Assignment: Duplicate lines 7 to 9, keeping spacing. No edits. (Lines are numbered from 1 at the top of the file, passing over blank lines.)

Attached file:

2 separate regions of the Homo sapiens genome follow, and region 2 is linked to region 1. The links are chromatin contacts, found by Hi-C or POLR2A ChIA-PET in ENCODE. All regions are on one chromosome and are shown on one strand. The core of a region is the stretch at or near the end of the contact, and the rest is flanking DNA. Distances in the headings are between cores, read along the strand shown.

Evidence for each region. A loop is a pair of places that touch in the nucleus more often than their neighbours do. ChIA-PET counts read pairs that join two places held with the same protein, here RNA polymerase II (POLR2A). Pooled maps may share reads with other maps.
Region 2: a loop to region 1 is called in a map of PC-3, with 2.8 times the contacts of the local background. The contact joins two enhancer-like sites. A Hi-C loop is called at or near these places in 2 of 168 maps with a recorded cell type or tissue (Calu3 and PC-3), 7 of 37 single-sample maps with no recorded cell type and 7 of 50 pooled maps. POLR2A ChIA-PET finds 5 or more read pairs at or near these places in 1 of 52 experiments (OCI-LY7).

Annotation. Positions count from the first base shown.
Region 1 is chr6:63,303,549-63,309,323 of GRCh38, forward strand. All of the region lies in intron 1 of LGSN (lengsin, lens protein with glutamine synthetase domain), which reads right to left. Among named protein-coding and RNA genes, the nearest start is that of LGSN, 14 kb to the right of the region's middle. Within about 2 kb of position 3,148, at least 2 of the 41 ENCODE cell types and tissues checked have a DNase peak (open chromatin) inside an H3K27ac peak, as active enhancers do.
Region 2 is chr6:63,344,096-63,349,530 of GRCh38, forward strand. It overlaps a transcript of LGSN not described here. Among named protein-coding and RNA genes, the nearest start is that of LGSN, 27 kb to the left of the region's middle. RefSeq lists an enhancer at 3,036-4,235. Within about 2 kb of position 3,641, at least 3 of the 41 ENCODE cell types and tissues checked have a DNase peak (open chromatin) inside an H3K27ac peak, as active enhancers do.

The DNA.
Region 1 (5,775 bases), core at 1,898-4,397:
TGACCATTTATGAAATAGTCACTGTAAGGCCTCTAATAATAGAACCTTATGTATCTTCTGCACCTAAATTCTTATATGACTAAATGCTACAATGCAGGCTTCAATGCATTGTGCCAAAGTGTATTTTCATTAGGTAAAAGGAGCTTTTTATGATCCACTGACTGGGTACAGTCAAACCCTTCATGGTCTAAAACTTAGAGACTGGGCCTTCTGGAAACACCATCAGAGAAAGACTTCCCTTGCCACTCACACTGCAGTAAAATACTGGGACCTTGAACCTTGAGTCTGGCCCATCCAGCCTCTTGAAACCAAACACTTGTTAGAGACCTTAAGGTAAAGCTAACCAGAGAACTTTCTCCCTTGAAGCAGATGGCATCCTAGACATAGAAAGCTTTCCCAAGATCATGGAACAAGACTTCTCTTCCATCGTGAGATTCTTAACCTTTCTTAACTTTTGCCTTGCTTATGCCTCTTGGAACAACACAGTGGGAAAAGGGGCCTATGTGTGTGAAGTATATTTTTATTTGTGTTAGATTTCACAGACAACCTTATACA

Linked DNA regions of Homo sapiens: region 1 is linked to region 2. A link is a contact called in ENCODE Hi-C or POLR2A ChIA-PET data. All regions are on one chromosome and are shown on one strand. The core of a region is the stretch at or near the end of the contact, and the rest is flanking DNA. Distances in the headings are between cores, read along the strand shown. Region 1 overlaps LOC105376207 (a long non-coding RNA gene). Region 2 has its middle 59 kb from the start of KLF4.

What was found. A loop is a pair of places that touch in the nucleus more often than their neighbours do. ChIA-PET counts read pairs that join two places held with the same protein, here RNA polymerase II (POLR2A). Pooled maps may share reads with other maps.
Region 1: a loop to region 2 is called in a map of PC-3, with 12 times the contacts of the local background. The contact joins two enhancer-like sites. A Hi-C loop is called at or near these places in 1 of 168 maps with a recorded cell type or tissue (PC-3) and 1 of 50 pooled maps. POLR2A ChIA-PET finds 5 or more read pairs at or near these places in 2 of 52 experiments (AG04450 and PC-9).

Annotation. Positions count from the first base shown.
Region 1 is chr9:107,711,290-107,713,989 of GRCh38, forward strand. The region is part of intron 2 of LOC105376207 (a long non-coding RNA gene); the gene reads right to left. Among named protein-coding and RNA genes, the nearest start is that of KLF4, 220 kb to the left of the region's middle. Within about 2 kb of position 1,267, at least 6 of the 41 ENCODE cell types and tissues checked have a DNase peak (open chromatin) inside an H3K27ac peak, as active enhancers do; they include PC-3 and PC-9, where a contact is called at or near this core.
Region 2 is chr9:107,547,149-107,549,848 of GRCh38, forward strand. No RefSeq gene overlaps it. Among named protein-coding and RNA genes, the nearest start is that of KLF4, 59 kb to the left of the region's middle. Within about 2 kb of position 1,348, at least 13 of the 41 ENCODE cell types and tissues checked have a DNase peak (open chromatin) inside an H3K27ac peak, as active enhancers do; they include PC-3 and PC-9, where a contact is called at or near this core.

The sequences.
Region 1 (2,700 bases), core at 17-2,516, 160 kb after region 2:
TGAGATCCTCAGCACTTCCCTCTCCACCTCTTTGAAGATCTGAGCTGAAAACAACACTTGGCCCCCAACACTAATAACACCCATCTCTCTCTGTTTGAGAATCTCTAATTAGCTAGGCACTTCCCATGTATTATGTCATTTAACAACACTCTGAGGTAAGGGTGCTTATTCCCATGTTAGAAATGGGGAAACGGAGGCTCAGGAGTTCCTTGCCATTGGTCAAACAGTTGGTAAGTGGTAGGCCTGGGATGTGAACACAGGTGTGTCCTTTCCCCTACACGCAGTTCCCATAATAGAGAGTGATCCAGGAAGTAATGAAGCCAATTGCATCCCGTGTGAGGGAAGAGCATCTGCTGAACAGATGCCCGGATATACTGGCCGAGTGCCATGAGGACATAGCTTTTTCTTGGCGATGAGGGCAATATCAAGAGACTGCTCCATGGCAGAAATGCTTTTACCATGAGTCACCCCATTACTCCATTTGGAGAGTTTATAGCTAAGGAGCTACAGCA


The DNA.
Region 1 (5,775 bases), core at 1,898-4,397:
TGACCATTTATGAAATAGTCACTGTAAGGCCTCTAATAATAGAACCTTATGTATCTTCTGCACCTAAATTCTTATATGACTAAATGCTACAATGCAGGCTTCAATGCATTGTGCCAAAGTGTATTTTCATTAGGTAAAAGGAGCTTTTTATGATCCACTGACTGGGTACAGTCAAACCCTTCATGGTCTAAAACTTAGAGACTGGGCCTTCTGGAAACACCATCAGAGAAAGACTTCCCTTGCCACTCACACTGCAGTAAAATACTGGGACCTTGAACCTTGAGTCTGGCCCATCCAGCCTCTTGAAACCAAACACTTGTTAGAGACCTTAAGGTAAAGCTAACCAGAGAACTTTCTCCCTTGAAGCAGATGGCATCCTAGACATAGAAAGCTTTCCCAAGATCATGGAACAAGACTTCTCTTCCATCGTGAGATTCTTAACCTTTCTTAACTTTTGCCTTGCTTATGCCTCTTGGAACAACACAGTGGGAAAAGGGGCCTATGTGTGTGAAGTATATTTTTATTTGTGTTAGATTTCACAGACAACCTTATACA